So we decided to check it out ourselves. My friend and I posed as "sweetgal18" and entered a local popular chatroom. Even before you can say Hello, pop ups after pop ups of private messages come flooding the screen, some started innocently, others were more direct, asking for sexual favours. In this experiment however, we stopped short of arranging to meet these people, and turn up just to take their photos from afar and put it online. However, I recall of late some local blogsite actually started a crusade against these perverts, and went the extra mile which we couldn't. Bravo!

Now back to the movie. With a cast of essential 2 leads + 3 extras with extremely limited screen time, the story and dialogue pieces had to be extremely engaging to hold the audience's attention. And that was successfully done. It begins with a sexually charged tease over a chatroom conversation between Jeff Kohlver (Patrick Wilson), a 32 year old photographer, and Hayley Stark (Ellen Page), a 14 year old student whose level of maturity surpasses her age.

They decide to meet up, and we play witness to a seemingly innocent face to face introduction, before things start to become a little loaded with double entrees, and dialogues laced with innuendoes. Before long, Hayley decides to follow Jeff home, and there's where the "fun" begins, where little red riding hood goes up against a probably "coloured wolf".

It's in the same vein as Saw, except that the explicit violence is exchanged for psychological warfare, and throughout the entire movie, you're constantly wondering and changing positions of thought, as to who's possibly right, or wrong, doing the right thing (vigilantism?) - who's actions can be justified, or should you pity the victim caught in a tables about turned situation? You'll be second guessing a lot, as the psychological play gets stepped up and you wonder just who should you thrown your support to - could Hayley just be a crazed kid, and could Jeff possibly be maligned and actually is a harmless soul? The characters straddle both ends of the good-evil spectrum, until certain hints start to prod you in the right direction.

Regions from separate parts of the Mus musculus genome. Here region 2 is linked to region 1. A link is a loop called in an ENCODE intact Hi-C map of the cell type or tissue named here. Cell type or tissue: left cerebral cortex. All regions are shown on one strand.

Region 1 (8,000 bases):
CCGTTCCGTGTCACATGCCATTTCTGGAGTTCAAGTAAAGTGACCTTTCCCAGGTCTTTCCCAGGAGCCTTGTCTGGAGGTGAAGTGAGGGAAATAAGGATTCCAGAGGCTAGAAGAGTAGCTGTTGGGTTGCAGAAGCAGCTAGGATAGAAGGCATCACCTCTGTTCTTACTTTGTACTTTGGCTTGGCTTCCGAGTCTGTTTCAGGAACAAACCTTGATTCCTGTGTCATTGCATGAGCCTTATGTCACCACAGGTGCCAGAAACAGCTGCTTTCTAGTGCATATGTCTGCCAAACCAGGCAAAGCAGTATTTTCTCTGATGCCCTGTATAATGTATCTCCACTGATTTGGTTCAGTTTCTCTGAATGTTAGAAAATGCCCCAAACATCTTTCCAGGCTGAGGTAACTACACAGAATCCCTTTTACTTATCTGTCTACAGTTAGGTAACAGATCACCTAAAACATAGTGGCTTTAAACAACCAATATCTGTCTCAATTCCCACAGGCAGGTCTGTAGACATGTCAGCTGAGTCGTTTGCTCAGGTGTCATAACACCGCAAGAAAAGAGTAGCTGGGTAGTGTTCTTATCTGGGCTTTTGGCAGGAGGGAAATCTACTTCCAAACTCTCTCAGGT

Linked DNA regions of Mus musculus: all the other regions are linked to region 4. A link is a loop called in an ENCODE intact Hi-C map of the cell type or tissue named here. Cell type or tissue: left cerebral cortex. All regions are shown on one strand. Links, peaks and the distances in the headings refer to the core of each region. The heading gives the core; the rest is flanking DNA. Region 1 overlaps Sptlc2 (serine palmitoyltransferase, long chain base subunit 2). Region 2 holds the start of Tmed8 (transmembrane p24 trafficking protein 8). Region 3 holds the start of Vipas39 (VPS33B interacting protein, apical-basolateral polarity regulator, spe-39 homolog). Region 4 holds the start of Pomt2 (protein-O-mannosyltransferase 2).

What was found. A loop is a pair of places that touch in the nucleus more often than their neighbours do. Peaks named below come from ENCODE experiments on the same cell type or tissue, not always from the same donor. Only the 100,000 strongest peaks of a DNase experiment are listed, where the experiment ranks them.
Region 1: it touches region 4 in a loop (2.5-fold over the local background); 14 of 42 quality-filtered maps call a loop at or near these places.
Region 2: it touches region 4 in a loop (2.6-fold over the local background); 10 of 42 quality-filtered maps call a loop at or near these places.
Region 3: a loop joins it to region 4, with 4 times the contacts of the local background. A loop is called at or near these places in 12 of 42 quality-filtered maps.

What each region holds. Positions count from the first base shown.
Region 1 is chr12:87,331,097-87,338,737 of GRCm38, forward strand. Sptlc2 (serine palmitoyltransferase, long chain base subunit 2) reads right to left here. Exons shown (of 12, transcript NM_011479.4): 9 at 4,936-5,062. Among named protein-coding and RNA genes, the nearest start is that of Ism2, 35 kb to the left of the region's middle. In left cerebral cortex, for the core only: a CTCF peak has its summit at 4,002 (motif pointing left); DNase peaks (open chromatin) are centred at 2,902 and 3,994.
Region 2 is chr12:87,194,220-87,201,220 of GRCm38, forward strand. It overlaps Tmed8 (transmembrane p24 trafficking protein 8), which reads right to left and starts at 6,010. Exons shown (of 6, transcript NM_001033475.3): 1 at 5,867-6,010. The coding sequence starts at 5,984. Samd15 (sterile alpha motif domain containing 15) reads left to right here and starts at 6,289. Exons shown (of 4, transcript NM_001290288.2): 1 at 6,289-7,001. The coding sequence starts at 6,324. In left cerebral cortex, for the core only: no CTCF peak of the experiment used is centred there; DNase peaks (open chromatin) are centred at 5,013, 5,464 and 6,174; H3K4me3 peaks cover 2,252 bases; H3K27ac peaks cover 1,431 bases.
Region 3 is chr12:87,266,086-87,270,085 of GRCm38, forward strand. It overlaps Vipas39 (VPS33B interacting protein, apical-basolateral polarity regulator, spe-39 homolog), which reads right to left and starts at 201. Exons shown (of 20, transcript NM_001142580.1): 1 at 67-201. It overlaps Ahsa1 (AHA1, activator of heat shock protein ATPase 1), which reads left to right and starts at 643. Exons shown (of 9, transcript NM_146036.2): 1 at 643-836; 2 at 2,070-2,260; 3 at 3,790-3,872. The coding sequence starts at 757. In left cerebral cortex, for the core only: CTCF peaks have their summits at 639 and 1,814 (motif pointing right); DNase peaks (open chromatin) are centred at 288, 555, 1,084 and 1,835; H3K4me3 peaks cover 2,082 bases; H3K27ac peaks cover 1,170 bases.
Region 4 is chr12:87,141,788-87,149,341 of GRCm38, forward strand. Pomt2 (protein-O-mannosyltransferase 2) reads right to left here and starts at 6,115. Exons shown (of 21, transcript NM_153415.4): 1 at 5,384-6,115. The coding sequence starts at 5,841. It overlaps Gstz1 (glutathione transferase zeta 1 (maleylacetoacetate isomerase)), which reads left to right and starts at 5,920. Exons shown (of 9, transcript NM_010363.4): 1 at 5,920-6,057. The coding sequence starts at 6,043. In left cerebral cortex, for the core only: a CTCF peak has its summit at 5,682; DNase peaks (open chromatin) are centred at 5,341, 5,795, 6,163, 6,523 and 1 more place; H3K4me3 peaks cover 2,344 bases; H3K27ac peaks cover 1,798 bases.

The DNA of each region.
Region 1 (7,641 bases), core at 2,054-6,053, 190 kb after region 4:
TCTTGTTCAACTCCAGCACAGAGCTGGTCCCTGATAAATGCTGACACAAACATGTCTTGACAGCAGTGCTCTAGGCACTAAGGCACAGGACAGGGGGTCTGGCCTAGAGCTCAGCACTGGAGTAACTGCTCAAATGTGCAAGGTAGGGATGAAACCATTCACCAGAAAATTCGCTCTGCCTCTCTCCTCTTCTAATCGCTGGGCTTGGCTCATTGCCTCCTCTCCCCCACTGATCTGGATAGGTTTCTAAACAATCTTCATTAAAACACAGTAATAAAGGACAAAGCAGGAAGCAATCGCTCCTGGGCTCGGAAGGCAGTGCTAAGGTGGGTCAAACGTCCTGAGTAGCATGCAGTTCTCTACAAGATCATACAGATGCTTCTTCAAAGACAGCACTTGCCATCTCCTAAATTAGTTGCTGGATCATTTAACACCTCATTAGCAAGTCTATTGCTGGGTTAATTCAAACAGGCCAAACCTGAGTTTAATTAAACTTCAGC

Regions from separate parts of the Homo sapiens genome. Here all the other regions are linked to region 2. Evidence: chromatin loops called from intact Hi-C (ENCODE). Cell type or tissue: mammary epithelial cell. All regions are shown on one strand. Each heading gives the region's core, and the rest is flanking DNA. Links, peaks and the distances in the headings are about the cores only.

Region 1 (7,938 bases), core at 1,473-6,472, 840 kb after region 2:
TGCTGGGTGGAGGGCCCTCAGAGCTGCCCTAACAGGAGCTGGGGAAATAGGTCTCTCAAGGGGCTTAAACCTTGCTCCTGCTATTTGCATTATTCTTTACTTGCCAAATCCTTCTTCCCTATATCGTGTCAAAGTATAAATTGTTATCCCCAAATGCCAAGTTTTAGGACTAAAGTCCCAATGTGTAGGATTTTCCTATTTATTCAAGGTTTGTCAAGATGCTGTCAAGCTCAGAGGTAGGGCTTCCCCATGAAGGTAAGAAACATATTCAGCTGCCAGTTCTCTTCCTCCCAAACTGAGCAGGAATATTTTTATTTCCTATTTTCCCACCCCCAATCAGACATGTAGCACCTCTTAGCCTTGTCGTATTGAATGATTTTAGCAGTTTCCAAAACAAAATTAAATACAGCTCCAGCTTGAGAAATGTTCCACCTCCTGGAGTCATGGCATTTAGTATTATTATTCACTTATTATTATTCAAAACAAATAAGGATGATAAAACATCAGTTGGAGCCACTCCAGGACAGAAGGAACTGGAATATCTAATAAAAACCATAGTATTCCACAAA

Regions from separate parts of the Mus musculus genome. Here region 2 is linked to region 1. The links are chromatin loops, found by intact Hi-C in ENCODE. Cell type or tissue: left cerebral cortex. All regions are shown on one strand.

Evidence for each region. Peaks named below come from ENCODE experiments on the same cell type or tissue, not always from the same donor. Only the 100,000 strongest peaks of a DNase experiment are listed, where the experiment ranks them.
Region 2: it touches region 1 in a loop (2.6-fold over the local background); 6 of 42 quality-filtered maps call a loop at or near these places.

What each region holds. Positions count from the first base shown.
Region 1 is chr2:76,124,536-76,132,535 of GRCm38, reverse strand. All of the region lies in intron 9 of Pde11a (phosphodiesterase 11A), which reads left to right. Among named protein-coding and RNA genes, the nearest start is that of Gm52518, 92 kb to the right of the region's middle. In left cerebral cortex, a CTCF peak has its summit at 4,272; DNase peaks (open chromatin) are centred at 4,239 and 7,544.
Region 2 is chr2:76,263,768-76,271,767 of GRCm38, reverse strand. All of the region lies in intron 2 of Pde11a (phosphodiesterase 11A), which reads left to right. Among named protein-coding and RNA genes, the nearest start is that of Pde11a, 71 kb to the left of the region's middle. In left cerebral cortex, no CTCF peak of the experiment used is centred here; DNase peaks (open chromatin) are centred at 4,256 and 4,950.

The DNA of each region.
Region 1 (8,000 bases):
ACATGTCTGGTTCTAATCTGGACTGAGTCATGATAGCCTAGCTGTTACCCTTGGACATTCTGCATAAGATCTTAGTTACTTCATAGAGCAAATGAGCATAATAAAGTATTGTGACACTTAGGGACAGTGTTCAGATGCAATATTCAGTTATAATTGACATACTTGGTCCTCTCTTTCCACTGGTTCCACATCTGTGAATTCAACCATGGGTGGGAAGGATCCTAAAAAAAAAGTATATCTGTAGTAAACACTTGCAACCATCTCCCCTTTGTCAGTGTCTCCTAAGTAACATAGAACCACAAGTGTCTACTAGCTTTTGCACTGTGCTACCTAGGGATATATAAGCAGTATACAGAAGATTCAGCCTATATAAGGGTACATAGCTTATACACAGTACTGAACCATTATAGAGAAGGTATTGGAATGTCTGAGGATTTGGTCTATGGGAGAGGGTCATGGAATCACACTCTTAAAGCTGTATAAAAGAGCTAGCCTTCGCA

But as psychological play is concerned, this means plenty of dialogue, and thankfully the leads were credible in their delivery. However, it also means that not much happens, until the frantically paced set action pieces that never relents up till the end. There is however one major scene which will definitely make you squirm. I know I did, and my stomach actually churned, even without having the scene explicitly played out on screen as punishment is dished.

All's revealed at the finale, and despite so much drama-mama, it'll actually make you smile with (sick) satisfaction about the grandeur plot, which to some, is a loophole akin to a typical Bond villain's monologue. But one thing's for sure, you cannot fault Ellen Page's Hayley - while she's capable of doing what she did, there's still a scene in the movie I felt inserted purposefully, which highlights and reminds of her girly inexperience with being the grand schemer of things.

The movie serves as a timely reminder for anyone with children or young siblings, to warn them of the clear and present dangers of the dark side of the internet, that they should reveal any personal information about their personal lives, or in the first place, not to chat with strangers. On the net, everyone can be anyone. Then again, strangers should not talk to seemingly innocent children, lest they really turn out to be psychopaths. I wish these perverts ill fortune that something of his nature will befall them, and that they get their just desserts.

I smell a possible franchise that could happen.

Saturday, July 29, 2006

[3rd Singapore Short Cuts] 2nd Week

I missed the very first week of the 3rd Singapore Short Cuts, no thanks for being duty bound and got recalled back to camp for a silent mobilization exercise. As usual, there's the usual cock-up in the activation (will be activated advance notice given -> cancelled -> reactivated), then again, what's new?

So all I could do was to lament loss of not being able to watch Colin Goh and Woo Yen Yen's short 3Meals (the duo did Singapore Dreaming),

Then again, cock-ups also extended to the 2nd week of the showcase, as you can see for yourself in the pictures below, none of the shorts printed on the ticket, were screened, which led to a mini-confusion as to what the lineup was.